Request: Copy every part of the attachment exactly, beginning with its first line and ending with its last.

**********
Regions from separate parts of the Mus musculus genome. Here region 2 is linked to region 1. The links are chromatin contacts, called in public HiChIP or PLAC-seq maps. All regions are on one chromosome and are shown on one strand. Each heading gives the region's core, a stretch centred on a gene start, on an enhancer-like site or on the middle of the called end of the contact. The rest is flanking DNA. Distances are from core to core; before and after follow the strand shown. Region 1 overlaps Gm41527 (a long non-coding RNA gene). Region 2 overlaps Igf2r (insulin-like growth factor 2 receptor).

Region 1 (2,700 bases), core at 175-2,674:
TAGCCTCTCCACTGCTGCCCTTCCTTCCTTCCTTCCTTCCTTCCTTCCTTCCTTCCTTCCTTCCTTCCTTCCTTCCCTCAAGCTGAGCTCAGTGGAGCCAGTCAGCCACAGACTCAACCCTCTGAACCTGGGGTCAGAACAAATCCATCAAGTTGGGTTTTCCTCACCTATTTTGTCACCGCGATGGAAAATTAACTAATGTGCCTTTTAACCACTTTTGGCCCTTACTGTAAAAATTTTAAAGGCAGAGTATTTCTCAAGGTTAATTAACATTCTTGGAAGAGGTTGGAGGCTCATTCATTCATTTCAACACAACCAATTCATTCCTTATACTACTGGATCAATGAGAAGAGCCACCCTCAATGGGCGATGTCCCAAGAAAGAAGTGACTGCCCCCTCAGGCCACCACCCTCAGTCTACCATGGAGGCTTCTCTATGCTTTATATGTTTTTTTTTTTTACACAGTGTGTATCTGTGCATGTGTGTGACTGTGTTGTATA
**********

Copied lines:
Regions from separate parts of the Mus musculus genome. Here region 2 is linked to region 1. The links are chromatin contacts, called in public HiChIP or PLAC-seq maps. All regions are on one chromosome and are shown on one strand. Each heading gives the region's core, a stretch centred on a gene start, on an enhancer-like site or on the middle of the called end of the contact. The rest is flanking DNA. Distances are from core to core; before and after follow the strand shown. Region 1 overlaps Gm41527 (a long non-coding RNA gene). Region 2 overlaps Igf2r (insulin-like growth factor 2 receptor).

Region 1 (2,700 bases), core at 175-2,674:
TAGCCTCTCCACTGCTGCCCTTCCTTCCTTCCTTCCTTCCTTCCTTCCTTCCTTCCTTCCTTCCTTCCTTCCTTCCCTCAAGCTGAGCTCAGTGGAGCCAGTCAGCCACAGACTCAACCCTCTGAACCTGGGGTCAGAACAAATCCATCAAGTTGGGTTTTCCTCACCTATTTTGTCACCGCGATGGAAAATTAACTAATGTGCCTTTTAACCACTTTTGGCCCTTACTGTAAAAATTTTAAAGGCAGAGTATTTCTCAAGGTTAATTAACATTCTTGGAAGAGGTTGGAGGCTCATTCATTCATTTCAACACAACCAATTCATTCCTTATACTACTGGATCAATGAGAAGAGCCACCCTCAATGGGCGATGTCCCAAGAAAGAAGTGACTGCCCCCTCAGGCCACCACCCTCAGTCTACCATGGAGGCTTCTCTATGCTTTATATGTTTTTTTTTTTTACACAGTGTGTATCTGTGCATGTGTGTGACTGTGTTGTATA